I agree with you on the different amounts. My daycare had a little list of stuff they could use in lieu of gifts. I bought a couple items on it and gave homemade salsa to his teacher. The building staff tips are out of control.

  5. just a thought Says:

    Your building employees probably consider holiday tips part of their compensation package since they are expected in your community culture. I would as what would be the typical amount in your building, regardless of if you like one better then another.

    Instead of paying out of your current paychecks, why not budget throughout the year to cover this expense. (Yes, it's an expense.) It's not an unexpected one, so you can plan in advance. We gift our nanny two weeks salary each Christmas. We save up for it over the year, since we couldn't cover it out of our regular paychecks. We don't get bonuses either, but it doesn't bother me; it just doesn't happen in our lines of work.

    There are lots of benefits and opportunities to living in NYC. These holiday building tips are one of the expenses for having that lifestyle.

  6. LittleMissSplendid Says:

    Perhaps I'm in the minority, but I don't feel obligated to tip well paid service people. Service people with union jobs, independent contractors that set their own rates (they should be including a tip in their rate if they want one), and public service employees are not people I tip. I value what they do and am cordial, but I feel they're already being appropriately compensated.

    Now the waitress that is on her feet 12 hrs a day that still manages to smile and make polite conversation, while bringing my correct order on time only to get paid federal minimum wage? She gets a tip. The nail tech who always squeezes me in and does an amazing job all the while getting cursed out in her native language by the owner? She too gets a tip. For me tipping is a way to show my appreciation to a service worker that did an excellent job and I feel should have a better hourly wage. If they were paid more tipping wouldn't be necessary, but unfortunately that isn't always the case.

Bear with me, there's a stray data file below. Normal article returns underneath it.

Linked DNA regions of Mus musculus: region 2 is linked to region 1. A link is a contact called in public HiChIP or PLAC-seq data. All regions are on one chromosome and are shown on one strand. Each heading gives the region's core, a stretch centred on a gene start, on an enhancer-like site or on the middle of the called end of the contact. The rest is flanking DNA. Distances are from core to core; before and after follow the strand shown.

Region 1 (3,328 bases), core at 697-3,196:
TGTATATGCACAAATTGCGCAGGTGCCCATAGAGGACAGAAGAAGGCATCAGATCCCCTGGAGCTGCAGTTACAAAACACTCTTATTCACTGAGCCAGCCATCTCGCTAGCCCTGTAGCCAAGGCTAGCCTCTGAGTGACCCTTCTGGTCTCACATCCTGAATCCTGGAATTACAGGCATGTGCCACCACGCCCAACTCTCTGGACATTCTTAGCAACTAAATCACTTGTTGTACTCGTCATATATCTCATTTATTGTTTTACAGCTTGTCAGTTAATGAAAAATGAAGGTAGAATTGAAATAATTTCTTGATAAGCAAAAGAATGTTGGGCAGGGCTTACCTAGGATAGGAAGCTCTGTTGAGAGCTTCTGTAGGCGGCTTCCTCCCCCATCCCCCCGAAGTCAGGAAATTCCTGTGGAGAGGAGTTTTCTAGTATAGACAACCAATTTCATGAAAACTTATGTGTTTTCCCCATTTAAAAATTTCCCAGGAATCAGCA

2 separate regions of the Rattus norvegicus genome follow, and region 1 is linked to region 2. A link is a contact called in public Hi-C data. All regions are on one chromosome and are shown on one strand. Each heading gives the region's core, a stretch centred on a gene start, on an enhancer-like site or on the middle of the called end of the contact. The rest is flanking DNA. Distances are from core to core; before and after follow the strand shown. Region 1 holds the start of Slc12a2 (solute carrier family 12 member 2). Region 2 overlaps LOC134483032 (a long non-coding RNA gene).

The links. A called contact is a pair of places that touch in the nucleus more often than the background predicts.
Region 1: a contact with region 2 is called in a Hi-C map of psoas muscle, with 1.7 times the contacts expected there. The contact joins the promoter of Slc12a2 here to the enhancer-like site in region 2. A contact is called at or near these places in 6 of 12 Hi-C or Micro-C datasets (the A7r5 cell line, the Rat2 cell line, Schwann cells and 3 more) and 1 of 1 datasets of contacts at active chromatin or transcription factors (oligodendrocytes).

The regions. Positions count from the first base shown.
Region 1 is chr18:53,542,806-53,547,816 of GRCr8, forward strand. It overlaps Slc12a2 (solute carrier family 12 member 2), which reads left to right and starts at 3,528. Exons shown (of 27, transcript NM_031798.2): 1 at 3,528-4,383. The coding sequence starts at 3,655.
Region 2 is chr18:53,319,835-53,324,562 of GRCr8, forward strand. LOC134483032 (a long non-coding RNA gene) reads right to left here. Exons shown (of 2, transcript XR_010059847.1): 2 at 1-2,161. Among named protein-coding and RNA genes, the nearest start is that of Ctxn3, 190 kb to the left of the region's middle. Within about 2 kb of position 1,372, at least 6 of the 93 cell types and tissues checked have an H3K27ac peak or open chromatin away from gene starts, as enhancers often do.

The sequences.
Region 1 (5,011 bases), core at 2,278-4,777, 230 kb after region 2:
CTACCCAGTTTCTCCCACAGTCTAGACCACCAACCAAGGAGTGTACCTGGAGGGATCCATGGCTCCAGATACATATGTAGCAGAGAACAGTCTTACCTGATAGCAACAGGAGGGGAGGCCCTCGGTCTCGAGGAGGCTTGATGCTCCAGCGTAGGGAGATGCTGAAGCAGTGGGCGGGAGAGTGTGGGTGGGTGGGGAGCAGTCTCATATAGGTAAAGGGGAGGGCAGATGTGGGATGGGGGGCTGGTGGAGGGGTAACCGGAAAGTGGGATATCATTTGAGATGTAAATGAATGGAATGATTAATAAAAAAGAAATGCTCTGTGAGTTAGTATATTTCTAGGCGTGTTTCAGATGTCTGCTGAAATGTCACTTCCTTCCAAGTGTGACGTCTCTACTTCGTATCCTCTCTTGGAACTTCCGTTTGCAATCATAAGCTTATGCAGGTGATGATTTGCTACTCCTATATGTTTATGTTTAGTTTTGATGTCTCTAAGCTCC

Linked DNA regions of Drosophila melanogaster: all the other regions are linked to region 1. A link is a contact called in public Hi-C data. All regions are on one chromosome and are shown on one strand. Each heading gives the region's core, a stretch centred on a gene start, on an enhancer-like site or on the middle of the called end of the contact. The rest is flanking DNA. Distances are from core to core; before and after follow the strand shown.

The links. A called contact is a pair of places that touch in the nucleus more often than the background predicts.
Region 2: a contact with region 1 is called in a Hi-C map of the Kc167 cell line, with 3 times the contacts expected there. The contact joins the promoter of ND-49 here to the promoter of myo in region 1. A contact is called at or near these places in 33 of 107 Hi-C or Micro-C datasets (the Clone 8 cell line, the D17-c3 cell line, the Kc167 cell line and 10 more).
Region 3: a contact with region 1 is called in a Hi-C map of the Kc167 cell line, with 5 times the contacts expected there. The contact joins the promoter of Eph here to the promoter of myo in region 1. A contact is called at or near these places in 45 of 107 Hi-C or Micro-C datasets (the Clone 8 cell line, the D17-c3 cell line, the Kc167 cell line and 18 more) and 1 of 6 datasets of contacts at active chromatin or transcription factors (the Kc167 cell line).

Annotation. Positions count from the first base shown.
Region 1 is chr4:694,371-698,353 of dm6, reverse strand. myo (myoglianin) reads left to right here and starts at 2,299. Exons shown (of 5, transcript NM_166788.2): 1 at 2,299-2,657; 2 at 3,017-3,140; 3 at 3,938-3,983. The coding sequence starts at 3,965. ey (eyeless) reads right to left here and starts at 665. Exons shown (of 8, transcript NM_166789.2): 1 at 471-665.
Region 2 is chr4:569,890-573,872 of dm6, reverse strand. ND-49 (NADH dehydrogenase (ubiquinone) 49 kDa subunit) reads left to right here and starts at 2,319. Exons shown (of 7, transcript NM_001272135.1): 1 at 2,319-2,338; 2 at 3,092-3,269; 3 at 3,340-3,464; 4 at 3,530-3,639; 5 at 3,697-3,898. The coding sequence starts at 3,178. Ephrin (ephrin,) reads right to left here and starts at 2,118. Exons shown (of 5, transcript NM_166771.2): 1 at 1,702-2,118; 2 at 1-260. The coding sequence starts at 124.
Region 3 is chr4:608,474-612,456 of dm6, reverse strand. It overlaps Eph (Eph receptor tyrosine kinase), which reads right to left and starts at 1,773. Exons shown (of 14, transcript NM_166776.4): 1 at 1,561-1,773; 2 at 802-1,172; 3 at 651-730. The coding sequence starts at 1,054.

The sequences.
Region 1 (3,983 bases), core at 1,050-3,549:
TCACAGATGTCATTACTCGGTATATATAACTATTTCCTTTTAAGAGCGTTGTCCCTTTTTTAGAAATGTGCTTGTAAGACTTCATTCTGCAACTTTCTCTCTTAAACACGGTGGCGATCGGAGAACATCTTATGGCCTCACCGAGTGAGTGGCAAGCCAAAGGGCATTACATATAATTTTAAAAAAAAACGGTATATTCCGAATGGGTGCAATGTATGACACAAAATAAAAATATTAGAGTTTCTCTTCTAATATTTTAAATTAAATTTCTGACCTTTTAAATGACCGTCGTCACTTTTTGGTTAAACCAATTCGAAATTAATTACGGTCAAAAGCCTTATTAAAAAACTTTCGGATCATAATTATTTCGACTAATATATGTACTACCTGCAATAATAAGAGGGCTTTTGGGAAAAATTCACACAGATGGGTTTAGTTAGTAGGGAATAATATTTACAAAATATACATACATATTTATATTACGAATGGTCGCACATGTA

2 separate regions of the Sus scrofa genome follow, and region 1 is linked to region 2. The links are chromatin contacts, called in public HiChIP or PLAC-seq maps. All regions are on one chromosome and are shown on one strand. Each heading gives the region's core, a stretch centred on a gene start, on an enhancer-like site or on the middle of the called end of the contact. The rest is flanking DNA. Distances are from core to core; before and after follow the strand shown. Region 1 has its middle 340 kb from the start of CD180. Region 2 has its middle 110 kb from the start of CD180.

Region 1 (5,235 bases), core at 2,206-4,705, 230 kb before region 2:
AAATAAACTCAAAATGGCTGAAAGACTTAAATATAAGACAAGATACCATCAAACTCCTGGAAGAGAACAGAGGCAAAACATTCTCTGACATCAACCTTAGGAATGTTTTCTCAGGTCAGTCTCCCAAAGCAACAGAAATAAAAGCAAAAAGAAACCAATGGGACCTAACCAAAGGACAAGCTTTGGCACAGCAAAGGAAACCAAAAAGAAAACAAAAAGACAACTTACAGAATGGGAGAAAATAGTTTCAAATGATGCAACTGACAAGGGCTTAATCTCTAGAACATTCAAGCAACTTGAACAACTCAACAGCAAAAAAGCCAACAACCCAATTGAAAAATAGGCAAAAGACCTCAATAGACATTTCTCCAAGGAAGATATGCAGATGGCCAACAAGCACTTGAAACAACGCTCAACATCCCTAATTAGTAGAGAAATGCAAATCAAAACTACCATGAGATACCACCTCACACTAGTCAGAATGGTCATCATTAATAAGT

7. My English Castle Says:

    Is it possible your husband wants to give a blanket amount to avoid over thinking it?

    As to whether you should tip at all, my father always said if you can't give with a cheerful heart, you shouldn't.

  8. rob62521 Says:

    I don't believe you are allowed to tip the postman.

    We did give tips to the ladies who cut our hair ...I just doubled what I normally would have tipped them and it certainly wasn't $40 each.

    I agree with LittleMissSplendid...the server who doesn't make minimum wage, yes, by all means, be generous. But for the others, I think a token based on how you feel should suffice.

  9. scfr Says:

    My thinking aligns with yours (imagine that). The tipping expectations in NYC are out of control. Like you, I'd be inclined to tip more to some and less to others. If someone always goes above and beyond what their job description requires, why shouldn't they get more? But having said that I do think you and your husband need to come to an agreement, even if you're right (LOL).

    I'm fortunate that I don't have anyone to tip. No regular service providers of any kind. We have several different mail carriers and they are always changing.

  10. CB in the City Says:

    I am fortunate that in Chicago, even though I live in a multi-unit building with staff, there is no expectation for tipping. I don't even know who most of the staff members are! Of course, I don't have doormen, or anything like that. We all come and go on our own.

    But since it is an expectation, I would tip whatever is the minimum expectation, and perhaps a little more for those who have gone out of their way for you. I agree with those who say it is an annual expense that should be part of your budget. If you can consider it just part of your housing expense, it might hurt less to do it.